Author Topic: What is the Window Pane Test?  (Read 18728 times)

0 Members and 1 Guest are viewing this topic.

Offline petef

  • Registered User
  • Posts: 540
  • Location: New Jersey
What is the Window Pane Test?
« on: August 27, 2008, 02:21:34 AM »
I searched and found many referecnes to the dough "Window Pane Test" but I can't seem to
find a clear instruction of how to perform the test. It's not in the Pizza Glossary either.

What is the Window Pane Test and how is performed?

---pete---


Offline Pizza_Not_War

  • Registered User
  • Posts: 388
  • Location: Portland OR
Re: What is the Window Pane Test?
« Reply #1 on: August 27, 2008, 10:26:45 AM »
a good explanation can be found here: http://www.sourdoughhome.com/bakingintro3.html


PNW

Offline petef

  • Registered User
  • Posts: 540
  • Location: New Jersey
Re: What is the Window Pane Test?
« Reply #2 on: August 27, 2008, 12:31:15 PM »
a good explanation can be found here: http://www.sourdoughhome.com/bakingintro3.html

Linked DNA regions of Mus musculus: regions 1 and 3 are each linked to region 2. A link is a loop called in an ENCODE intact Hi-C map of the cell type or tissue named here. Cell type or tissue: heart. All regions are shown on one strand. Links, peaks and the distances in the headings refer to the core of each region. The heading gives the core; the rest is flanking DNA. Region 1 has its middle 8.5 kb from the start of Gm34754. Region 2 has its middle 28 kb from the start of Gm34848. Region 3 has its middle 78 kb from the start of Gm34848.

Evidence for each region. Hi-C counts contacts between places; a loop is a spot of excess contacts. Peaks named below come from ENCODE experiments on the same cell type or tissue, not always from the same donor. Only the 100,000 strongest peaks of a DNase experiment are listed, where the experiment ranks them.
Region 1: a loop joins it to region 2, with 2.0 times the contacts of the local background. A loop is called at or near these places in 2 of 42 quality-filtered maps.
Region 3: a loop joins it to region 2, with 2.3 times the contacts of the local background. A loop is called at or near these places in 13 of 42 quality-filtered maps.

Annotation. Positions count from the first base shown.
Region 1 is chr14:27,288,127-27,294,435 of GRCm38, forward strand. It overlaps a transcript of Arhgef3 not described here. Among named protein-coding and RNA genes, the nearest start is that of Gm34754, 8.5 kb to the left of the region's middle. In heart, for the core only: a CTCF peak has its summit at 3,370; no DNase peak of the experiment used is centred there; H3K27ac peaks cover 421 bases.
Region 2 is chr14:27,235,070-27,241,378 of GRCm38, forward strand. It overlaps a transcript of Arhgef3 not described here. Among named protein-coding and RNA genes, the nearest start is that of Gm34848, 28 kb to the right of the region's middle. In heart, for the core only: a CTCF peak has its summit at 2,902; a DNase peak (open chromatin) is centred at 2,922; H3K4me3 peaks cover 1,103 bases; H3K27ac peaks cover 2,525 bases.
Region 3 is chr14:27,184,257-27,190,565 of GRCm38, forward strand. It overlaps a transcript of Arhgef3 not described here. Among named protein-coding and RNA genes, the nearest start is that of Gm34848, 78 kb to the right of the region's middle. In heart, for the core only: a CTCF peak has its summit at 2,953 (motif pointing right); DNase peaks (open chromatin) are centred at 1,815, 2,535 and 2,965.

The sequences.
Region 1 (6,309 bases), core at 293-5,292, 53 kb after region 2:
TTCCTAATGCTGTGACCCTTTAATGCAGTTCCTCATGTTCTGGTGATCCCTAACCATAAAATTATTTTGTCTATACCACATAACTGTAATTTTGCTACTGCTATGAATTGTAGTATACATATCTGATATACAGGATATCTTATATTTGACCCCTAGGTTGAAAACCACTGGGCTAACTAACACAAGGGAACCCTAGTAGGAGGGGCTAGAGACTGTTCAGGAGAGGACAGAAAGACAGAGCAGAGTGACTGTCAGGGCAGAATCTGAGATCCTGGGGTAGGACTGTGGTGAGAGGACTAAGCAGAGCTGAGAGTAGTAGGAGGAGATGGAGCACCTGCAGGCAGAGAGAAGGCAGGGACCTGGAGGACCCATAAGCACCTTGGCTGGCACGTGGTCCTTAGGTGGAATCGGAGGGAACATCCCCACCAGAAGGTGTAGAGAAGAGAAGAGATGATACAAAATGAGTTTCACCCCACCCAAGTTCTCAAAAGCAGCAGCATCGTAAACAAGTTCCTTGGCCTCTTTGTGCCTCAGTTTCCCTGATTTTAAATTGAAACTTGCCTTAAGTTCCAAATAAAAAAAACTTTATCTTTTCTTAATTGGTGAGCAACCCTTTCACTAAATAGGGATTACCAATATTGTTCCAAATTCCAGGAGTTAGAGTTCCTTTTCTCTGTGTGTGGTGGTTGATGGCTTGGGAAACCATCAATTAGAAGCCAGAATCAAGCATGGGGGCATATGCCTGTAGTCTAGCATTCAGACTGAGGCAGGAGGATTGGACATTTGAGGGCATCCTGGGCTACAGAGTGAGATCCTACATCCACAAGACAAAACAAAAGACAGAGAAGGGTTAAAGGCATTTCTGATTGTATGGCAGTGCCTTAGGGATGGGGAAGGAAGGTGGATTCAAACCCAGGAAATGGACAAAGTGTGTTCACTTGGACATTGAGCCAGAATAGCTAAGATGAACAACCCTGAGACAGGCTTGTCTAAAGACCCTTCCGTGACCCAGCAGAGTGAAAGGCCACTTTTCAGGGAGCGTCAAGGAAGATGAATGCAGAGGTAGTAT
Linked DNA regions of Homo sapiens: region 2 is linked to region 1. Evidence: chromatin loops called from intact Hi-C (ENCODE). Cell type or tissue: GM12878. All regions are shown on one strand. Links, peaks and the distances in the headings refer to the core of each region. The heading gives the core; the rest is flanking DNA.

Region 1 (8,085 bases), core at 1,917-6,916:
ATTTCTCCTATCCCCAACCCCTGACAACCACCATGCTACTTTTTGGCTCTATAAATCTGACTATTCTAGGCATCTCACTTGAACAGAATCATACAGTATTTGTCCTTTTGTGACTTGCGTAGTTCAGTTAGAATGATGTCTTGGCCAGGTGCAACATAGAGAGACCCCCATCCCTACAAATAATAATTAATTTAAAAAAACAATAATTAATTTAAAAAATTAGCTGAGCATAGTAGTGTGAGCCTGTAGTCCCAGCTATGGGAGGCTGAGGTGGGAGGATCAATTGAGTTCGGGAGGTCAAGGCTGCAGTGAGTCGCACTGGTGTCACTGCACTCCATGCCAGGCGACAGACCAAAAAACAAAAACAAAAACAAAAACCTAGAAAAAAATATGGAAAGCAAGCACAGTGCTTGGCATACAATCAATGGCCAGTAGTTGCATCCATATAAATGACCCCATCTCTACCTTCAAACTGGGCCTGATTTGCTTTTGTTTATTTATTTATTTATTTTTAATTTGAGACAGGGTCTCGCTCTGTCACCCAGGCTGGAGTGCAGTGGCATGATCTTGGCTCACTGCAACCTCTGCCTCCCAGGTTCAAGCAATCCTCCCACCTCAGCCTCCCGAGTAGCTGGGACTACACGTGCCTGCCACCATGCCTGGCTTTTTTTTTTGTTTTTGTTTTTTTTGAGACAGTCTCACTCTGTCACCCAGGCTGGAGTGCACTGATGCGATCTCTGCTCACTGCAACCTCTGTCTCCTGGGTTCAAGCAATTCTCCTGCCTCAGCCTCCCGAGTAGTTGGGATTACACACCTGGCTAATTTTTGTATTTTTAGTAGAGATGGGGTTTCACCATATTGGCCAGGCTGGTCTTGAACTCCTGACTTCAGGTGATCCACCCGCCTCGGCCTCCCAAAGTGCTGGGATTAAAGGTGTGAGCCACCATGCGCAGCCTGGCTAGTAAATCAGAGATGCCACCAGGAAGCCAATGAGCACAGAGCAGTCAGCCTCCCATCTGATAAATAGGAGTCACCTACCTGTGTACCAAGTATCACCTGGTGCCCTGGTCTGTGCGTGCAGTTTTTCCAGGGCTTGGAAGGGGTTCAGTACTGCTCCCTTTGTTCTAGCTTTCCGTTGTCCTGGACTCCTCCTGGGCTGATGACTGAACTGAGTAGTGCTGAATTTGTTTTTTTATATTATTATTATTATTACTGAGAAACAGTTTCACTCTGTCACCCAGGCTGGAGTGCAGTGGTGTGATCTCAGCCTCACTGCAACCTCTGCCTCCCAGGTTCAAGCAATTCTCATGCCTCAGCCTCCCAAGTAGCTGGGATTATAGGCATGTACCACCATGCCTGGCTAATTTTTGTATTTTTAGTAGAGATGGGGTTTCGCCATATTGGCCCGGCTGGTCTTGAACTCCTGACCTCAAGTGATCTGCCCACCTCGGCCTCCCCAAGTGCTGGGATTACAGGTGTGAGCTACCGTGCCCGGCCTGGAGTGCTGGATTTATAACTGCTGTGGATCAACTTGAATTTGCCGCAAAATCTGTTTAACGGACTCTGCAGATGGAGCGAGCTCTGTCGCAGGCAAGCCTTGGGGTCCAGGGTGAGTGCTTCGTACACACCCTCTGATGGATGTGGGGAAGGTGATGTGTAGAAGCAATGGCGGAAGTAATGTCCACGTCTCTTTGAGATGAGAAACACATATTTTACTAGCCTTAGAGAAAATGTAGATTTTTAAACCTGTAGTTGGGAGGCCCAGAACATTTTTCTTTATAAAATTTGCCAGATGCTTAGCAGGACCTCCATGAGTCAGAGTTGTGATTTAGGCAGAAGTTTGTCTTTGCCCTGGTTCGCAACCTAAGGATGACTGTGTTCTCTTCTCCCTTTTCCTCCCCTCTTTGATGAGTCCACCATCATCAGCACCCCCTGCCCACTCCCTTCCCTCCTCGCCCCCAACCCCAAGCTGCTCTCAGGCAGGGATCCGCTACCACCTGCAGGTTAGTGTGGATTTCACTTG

Thanks you.
Below is an excerpt  from link above that describes the Window Pane test.

Once the dough is springy and lively, it's time for what bakers call "the windowpane test". Start by pulling off a piece of dough about the size of a walnut. Roll it between your hands for a few seconds to smooth the damage done when you pulled the dough away from the larger chunk of dough. Now, using both hands, pull the dough between your hands. The idea is to tease the dough into a sheet or film. From time to time, rotate the dough 90 degrees so you will be pulling on different sides. As you pull on the dough, it should form a sheet, or film, that is thin enough that light can pass through it. No, you won't be able to see things through it, like you could with a real window. The dough shouldn't tear when you do this.

If you can form a window pane, the dough is fully developed


Offline Bill/SFNM

  • Lifetime Member
  • *
  • Posts: 4036
  • Location: Santa Fe, NM
Re: What is the Window Pane Test?
« Reply #3 on: August 27, 2008, 01:48:30 PM »